So this project actually began long before you found the memo.

In thought. It was developed as wanted to do a laserdisc and basically it was a film that needed to be more seriously addressed than previously had been done with it.

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Posted in: DVD, Film Reviews

Cinematic Archeology on DVD – “Orson Welles’ Don Quixote”? Not Even Close

Don Quixote on DVD – Finally?

Don Quixote is one “lost” Welles film that is surely doomed to remain that way: unfinished, fragmented, a puzzle with pieces that have been recut so many times they simply don’t fit together. Welles jokingly renamed the film “When Are You Going to Finish Don Quixote?” because he continued to rewrite and reconceptualize the film as he went along. It’s as if the act of creating in the moment was the point, not the finished production. Financed solely by himself, it perhaps became a project so personal that he couldn’t finish, and it remained in fragments when he died in 1985.

The DVD release of the 1992 “reconstruction” haphazardly cobbled together by legendary exploitation director turned indifferent B-movie hack Jesus Franco (he was an assistant to Welles during some of the principle photography) isn’t about to change that. Oja Kodar, Welles’ muse/partner/collaborator for the final decades of his life, sold the rights to the footage in her possession to Franco and producer Patxi Irigoyen (they also acquired the footage from Suzanne Cloutier), but was terribly disappointed at the resulting film. According to longtime Welles cameraman and friend Gary Graver, Franco and Irigoyen used practically every scrap of footage they had, including sequences he had shot for a Spanish TV documentary he made in the middle of production (another little project to get more production funds). Certainly it’s hard enough to guess at Welles’ intentions from the notes and partially-edited footage (in various stages of rough cut) left behind over the course of a decade of shooting on the run and dragging the footage around from country to country as he tinkered with the editing, but there is little evidence of any serious attempt at a legitimate reconstruction from the film on display, and it’s missing vital footage that remains in the possession of the film’s original editor, Mauro Bonanni, who was not invited to participate in the project.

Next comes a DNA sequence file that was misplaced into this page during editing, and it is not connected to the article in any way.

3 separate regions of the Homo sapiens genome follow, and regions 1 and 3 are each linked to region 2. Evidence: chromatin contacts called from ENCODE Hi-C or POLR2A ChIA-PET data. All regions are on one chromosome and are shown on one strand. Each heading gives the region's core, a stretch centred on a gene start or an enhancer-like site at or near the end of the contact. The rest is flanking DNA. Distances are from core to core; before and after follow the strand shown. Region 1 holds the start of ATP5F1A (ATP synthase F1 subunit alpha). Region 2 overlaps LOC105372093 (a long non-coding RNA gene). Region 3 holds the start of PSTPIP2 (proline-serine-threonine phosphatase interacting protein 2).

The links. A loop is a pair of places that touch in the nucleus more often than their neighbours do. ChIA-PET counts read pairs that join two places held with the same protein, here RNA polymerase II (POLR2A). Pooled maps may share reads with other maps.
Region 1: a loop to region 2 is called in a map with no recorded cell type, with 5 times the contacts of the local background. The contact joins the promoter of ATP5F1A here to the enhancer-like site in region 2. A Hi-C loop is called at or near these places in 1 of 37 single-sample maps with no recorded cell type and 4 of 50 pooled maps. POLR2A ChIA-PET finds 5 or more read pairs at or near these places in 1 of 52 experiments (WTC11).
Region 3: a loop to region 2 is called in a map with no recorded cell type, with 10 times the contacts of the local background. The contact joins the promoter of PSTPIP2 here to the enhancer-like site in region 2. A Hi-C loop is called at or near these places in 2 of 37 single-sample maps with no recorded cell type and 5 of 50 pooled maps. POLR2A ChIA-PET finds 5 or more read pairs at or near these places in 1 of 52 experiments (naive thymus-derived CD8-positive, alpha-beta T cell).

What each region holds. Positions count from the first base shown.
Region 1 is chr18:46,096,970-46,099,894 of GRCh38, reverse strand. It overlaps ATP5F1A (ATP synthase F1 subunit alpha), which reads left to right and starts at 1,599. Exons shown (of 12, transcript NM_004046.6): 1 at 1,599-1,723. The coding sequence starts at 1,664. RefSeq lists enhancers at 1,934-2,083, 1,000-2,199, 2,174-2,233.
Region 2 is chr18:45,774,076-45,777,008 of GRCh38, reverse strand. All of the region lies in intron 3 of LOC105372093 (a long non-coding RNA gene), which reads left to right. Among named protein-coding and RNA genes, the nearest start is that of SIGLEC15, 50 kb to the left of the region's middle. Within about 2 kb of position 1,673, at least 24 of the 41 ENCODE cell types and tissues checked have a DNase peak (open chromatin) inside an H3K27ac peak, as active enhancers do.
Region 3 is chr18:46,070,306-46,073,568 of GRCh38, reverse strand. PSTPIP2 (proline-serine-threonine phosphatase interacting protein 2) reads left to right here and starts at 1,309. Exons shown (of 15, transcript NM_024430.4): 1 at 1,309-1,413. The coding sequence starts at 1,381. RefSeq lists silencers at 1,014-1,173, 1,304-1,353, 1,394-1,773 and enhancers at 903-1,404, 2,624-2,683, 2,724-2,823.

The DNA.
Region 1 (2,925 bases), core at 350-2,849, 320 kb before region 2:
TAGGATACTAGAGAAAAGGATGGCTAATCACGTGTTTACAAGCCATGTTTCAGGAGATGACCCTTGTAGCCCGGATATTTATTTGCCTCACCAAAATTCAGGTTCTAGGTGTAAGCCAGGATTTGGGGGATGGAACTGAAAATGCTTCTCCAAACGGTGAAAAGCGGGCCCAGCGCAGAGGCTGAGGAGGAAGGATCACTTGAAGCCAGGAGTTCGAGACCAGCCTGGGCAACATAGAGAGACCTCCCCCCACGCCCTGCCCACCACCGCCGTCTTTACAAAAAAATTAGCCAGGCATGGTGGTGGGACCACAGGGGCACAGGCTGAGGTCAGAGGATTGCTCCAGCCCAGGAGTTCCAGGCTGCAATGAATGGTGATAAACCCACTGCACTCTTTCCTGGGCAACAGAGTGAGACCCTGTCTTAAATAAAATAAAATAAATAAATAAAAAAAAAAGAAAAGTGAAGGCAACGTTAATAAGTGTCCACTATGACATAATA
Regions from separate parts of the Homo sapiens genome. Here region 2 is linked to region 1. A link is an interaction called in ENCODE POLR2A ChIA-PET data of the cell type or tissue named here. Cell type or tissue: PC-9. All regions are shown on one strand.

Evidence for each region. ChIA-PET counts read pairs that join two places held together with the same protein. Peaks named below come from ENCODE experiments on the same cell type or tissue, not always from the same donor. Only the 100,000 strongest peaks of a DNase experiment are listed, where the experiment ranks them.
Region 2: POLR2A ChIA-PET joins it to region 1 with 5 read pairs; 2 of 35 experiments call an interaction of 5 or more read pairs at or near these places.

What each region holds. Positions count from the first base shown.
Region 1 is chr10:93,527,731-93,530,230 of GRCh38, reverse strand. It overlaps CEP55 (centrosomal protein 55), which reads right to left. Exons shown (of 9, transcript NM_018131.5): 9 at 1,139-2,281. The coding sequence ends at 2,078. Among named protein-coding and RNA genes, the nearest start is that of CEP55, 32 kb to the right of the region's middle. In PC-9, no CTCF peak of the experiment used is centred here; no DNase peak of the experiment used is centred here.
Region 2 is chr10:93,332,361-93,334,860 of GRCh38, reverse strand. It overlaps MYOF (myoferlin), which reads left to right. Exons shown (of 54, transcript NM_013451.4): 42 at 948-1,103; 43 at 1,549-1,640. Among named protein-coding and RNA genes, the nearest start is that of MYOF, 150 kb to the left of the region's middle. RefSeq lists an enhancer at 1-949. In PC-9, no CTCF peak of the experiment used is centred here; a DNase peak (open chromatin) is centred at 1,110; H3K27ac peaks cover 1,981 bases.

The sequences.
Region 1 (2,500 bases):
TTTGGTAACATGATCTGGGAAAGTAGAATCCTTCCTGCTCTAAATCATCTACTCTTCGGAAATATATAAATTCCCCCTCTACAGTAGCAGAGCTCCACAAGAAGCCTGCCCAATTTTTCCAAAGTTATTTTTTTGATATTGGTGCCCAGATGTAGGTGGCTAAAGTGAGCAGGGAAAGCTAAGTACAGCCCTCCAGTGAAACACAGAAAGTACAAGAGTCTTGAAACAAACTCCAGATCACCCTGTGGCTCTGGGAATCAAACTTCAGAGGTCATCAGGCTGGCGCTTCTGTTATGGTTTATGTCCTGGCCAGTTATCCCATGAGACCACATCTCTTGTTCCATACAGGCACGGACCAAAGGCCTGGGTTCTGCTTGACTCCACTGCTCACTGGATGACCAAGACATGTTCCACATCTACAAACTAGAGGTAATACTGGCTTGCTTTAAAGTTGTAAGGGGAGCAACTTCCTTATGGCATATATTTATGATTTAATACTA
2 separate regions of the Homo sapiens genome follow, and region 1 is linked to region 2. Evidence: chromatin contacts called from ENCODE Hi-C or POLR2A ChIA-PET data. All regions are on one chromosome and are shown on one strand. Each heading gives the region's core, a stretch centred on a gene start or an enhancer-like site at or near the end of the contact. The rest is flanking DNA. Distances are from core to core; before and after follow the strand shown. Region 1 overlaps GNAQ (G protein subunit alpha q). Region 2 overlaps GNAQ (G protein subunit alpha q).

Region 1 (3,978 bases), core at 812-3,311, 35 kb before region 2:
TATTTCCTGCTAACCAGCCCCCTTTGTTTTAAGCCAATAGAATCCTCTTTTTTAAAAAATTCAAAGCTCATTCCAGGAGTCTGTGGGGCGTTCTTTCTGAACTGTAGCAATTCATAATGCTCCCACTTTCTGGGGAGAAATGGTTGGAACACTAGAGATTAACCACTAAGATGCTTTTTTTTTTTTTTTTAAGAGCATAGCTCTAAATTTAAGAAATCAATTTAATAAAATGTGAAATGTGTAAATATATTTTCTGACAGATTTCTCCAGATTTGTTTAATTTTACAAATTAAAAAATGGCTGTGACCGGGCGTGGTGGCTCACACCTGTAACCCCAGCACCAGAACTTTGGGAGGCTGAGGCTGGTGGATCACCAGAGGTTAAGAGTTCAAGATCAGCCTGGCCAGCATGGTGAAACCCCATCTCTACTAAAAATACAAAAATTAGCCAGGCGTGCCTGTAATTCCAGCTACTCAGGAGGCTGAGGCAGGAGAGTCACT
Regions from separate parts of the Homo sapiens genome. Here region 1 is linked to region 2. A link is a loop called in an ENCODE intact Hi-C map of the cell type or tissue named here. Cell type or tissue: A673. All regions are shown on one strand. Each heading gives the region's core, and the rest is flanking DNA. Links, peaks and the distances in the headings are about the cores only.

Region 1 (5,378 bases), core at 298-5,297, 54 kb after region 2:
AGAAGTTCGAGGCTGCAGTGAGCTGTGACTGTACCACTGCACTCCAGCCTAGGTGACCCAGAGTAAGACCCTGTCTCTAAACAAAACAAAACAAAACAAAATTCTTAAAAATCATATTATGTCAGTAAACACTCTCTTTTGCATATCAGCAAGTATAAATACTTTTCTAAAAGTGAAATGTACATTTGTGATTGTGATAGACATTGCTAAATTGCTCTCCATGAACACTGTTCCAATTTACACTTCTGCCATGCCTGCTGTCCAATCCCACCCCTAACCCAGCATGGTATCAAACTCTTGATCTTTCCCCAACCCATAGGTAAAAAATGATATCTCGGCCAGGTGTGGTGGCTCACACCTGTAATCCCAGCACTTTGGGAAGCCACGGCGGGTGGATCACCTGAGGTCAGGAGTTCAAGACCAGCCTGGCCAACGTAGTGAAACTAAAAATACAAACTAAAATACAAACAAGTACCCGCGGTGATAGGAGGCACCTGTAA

From what I know about Welles and the history of the film, Franco’s version is not even an approximation, never mind a reconstruction. There’s no story here, simply a random succession of events and images and a whole lot of narrative detours. But even as a visual record of Welles’ raw footage it’s a travesty. It’s a given that much of the existing rough cut footage is in rough condition, showing the signs of wear and tear from years of tinkering on moviolas and dragging the reels from country to country. But Franco and company have, if anything, compounded the problems with hazy, blurry copies of the master footage and video noise introduced as a result of the project’s most egregious crimes against Welles: the video manipulation of footage to layer images one on another. At one point, the sails of a windmill are stretched across the screen (to suggest a windmill come to life and reach out to Quixote? was that in the notes, Franco, or was it all your inspiration?). The soundtrack is no better. Franco uses fragments of recorded dialogue (with Welles providing the voices of both Quixote and Sancho as well as the narration) and fills in the rest of the film with voices that barely resemble Welles’ work. You have to have to watch the mouths move just to pick out the speakers in this dissonant audio mess.